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OpEdNews Op Eds    H3'ed 11/13/13

Committees of Correspondence: To Defend Freedom and Secure Good Government

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Two hundred and fifty years ago the people of America were subject to an unrepresentative government controlled by powerful commercial interests. They rebelled and formed their own government, which has now come to be controlled by powerful commercial interests. Once again, "these are the times that try men's souls." What lessons can we learn from history to help us through this crisis?

Samuel Adams was the Father of the American Revolution, and it was his formation of Committees of Correspondence that allowed information to be quickly disseminated throughout the colonies. Using handwritten letters and printed pamphlets delivered by fast horses and ships, he was able to solidify the rebellion and sway Tories to the Patriot cause. The committees also enforced the boycott of British goods by publishing the names of local merchants who violated the ban.

The use of violence by the American people was their last resort after years of petitions and nonviolent protests failed to make a difference. The English Parliament did not represent the interests of the colonists, and their own elected legislatures could be dissolved at will by their king-appointed governors. Even so, the level of confidence in the English government by the colonists may have exceeded that of the American people today in our own Congress and other elected officials.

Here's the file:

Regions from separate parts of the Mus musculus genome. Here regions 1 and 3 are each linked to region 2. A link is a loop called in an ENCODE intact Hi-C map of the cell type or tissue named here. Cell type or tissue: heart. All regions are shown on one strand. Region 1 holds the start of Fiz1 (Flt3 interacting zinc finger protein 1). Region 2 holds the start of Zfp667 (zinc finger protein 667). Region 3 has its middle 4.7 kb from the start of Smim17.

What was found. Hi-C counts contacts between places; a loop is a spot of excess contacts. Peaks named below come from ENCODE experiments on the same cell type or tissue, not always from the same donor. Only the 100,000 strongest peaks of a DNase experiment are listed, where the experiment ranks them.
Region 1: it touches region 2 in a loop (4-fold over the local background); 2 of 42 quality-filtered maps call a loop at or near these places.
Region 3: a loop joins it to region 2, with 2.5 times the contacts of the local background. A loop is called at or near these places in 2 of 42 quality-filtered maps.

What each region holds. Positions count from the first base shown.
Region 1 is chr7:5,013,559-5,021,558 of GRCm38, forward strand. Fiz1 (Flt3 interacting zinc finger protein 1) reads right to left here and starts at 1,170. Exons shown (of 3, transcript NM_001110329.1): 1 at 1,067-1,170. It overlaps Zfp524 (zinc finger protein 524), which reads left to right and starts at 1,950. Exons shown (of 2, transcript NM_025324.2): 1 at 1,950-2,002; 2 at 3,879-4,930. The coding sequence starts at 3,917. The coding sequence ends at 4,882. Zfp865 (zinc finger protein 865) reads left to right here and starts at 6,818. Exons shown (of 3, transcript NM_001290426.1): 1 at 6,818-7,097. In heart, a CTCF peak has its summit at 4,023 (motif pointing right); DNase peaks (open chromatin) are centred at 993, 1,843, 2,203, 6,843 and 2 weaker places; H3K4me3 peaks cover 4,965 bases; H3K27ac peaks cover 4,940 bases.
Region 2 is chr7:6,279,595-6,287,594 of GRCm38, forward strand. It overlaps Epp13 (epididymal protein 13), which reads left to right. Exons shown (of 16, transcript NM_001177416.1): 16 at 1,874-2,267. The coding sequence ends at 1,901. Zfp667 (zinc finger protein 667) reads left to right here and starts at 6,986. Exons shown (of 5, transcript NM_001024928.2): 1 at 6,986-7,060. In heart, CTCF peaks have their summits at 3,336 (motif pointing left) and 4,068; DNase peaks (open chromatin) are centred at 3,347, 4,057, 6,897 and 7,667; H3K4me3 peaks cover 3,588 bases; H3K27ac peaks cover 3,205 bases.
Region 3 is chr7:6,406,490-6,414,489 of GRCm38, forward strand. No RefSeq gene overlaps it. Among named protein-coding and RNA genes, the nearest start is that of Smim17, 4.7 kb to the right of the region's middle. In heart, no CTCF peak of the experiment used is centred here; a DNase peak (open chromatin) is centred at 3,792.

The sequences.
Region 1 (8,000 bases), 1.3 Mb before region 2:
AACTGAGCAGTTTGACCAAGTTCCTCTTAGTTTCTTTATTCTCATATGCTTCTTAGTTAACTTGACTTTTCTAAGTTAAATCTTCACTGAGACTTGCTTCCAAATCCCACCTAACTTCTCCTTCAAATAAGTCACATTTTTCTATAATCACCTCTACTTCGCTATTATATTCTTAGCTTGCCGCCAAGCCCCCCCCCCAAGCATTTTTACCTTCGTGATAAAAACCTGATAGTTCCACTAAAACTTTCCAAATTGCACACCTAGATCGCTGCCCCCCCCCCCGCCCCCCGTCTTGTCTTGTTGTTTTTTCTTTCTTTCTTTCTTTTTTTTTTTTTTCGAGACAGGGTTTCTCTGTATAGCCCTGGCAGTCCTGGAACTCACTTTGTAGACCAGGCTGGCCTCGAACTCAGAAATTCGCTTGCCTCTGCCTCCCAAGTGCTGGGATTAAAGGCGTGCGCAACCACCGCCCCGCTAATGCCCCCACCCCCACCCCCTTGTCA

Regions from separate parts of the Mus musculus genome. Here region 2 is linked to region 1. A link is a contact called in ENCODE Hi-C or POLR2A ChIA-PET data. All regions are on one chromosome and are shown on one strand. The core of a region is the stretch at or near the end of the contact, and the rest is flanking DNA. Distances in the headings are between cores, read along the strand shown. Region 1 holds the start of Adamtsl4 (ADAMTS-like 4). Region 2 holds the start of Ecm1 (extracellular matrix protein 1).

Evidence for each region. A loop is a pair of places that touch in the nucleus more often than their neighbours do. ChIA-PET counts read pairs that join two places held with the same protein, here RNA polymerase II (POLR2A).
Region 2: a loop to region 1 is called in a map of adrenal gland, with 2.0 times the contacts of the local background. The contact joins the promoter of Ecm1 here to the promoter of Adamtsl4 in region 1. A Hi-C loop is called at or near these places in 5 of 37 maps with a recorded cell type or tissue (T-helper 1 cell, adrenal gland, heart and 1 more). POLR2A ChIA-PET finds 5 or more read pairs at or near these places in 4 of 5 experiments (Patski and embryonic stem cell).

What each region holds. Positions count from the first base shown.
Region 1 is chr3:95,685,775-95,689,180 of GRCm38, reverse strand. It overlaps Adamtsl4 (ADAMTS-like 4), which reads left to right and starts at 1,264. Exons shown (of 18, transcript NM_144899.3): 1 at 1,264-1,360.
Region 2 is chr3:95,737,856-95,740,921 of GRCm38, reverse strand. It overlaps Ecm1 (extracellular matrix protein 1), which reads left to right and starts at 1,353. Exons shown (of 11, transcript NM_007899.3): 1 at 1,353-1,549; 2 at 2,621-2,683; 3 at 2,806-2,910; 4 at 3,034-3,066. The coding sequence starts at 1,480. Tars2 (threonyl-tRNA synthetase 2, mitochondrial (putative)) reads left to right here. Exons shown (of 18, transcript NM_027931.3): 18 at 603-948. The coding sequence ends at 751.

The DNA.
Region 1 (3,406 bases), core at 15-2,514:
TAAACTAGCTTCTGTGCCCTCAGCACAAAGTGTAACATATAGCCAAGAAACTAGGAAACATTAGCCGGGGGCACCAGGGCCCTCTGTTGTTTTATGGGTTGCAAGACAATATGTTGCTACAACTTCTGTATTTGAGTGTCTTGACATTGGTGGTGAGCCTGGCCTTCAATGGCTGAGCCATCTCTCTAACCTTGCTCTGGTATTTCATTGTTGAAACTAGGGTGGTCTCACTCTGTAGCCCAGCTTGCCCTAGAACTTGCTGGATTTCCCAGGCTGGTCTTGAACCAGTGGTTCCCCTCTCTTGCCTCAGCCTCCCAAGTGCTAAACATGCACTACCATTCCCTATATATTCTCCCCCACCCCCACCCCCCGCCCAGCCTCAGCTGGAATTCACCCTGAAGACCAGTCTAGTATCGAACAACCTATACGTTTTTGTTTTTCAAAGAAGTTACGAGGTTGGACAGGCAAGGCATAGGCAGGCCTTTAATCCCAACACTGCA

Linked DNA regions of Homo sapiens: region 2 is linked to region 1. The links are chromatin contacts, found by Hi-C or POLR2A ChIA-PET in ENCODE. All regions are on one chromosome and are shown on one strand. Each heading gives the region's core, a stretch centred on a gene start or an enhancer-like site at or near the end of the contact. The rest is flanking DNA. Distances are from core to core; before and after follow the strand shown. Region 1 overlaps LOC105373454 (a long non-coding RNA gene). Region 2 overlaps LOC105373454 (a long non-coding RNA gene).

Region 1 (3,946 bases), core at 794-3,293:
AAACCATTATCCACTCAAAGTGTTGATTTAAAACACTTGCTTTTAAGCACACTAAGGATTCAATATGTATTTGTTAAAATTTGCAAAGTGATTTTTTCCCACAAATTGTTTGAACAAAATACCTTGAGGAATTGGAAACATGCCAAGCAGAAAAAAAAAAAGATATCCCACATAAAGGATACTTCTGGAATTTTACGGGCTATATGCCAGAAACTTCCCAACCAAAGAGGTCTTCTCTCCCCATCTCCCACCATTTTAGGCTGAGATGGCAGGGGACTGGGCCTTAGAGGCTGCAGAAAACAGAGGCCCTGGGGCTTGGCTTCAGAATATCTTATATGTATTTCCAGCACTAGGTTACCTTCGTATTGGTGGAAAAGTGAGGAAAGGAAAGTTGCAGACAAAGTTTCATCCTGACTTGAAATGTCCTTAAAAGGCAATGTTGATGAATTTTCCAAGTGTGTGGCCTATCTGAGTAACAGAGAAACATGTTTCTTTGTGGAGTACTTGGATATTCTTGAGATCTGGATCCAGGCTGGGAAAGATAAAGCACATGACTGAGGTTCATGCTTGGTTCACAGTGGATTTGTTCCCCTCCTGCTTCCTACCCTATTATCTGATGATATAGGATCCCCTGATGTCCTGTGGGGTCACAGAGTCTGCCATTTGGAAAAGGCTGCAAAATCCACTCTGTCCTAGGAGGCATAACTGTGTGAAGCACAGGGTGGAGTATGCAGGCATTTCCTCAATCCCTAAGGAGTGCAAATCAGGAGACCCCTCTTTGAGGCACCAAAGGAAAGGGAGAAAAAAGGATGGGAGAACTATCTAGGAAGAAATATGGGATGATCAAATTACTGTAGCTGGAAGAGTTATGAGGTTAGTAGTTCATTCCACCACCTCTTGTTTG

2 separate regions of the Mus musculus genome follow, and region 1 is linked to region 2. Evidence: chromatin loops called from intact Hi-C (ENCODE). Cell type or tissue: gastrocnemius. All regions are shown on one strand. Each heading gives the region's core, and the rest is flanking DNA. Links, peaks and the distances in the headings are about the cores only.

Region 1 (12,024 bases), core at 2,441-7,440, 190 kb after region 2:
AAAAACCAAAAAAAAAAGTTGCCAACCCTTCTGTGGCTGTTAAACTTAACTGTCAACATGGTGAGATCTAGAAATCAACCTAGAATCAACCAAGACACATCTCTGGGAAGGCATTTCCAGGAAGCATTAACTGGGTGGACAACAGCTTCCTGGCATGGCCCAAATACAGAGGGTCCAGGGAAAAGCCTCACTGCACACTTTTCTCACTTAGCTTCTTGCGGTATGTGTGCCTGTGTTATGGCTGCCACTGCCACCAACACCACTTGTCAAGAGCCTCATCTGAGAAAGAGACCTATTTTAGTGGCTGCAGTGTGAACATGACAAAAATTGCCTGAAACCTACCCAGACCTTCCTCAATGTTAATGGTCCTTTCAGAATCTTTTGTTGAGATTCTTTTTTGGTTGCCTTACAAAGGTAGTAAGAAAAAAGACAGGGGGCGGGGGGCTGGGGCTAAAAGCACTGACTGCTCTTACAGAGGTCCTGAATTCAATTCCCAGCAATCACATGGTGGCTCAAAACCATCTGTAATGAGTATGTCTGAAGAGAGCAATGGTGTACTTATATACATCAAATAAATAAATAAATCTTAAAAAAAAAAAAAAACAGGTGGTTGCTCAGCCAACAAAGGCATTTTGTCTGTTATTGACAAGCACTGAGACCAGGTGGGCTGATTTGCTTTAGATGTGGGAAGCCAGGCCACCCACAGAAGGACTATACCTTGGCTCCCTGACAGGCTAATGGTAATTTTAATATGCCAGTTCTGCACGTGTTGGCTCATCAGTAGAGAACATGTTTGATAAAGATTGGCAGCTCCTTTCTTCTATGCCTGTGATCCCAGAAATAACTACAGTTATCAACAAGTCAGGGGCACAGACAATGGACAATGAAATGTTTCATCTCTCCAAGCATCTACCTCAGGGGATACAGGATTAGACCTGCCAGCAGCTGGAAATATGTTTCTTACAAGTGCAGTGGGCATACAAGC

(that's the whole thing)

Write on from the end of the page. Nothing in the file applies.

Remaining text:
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The secret "committees" of the colonial legislatures and "councils of safety" allowed the rebels to unify together in defeating the British Redcoats and their German mercenaries. Much like the inability of U.S. today, with the most powerful military in the world and its "coalitions of the willing," to crush foreign insurgencies, the English army and navy were unable to stop the colonists' drive for self governance.

With the Constitutional Convention of 1787 that created our present constitution and government, Congress may have replaced the local committees that once represented the people; however, the independent spirit of the American Revolution lives on in today's Tea Party and Occupy movements in communities across the country.

Although the Tea Party is dominated by conservatives and libertarians and Occupy is supported by liberals and greens, the two movements have far more in common than they realize. Each movement is subject to propaganda that demonizes the other and prevents them from uniting their efforts. Both sides of the political divide will have to find common ground; however, if an effective campaign against the current unrepresentative government is to be organized.

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The unifying battle cry for the colonists was "no taxation without representation." American voters must come to a similar agreement about what is most important to us, if we are to successfully take control of our own government.